In This Review

The Baron's Cloak: A History of the Russian Empire in War and Revolution
The Baron's Cloak: A History of the Russian Empire in War and Revolution
By Willard Sunderland
Cornell University Press, 2014, 368 pp.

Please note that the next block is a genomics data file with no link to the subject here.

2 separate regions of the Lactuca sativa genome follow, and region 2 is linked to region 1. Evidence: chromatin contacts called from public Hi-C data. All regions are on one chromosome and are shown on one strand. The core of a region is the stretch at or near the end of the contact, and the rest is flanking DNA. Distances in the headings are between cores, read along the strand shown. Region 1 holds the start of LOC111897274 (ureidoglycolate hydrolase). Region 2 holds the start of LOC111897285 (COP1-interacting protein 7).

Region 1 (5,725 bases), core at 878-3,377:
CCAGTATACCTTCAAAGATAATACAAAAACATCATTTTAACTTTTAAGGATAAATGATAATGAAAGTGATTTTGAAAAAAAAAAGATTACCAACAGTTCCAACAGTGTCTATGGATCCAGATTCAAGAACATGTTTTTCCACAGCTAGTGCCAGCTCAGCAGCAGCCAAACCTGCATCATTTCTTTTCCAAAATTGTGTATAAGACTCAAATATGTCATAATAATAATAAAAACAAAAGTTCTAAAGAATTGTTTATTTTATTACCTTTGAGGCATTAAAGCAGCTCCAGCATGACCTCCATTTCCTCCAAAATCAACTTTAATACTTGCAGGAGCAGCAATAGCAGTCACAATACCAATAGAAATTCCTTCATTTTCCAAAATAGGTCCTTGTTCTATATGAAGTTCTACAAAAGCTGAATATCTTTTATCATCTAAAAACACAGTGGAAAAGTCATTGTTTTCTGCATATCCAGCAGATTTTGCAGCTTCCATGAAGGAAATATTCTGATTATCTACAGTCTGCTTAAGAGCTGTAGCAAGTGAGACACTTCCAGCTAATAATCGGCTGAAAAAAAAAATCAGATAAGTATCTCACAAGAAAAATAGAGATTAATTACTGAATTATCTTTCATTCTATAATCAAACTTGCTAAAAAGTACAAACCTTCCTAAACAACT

Rare is the book this creative, engaging, and written with such unpretentious grace. The baron of the title is Roman von Ungern-Sternberg. He was born in 1885 in Graz, in the Austro-Hungarian Empire, to an aristocratic Baltic German father, and was raised in what is now Estonia. He received military training in St. Petersburg and went on to make a career as an officer in the tsar’s army, stationed mostly on Russia’s border with Mongolia. Ungern-Sternberg’s life spanned great events: the intense Russification of the tsar’s sprawling empire in the late nineteenth century, the rising revolutionary tide of 1905, World War I, the 1917 Russian Revolution, and the subsequent civil war. After the Bolsheviks took power, Ungern-Sternberg attempted to establish an independent state in Mongolia -- a monarchy that he himself would rule. In 1921, that dream was crushed by the Red Army, which captured and executed the baron. Sunderland does a remarkable job of blending Ungern-Sternberg’s life story with an exquisite portrait of the far-flung reaches of the Russian empire, producing an utterly absorbing tale of one man encountering historic change in almost incomprehensibly complex surroundings.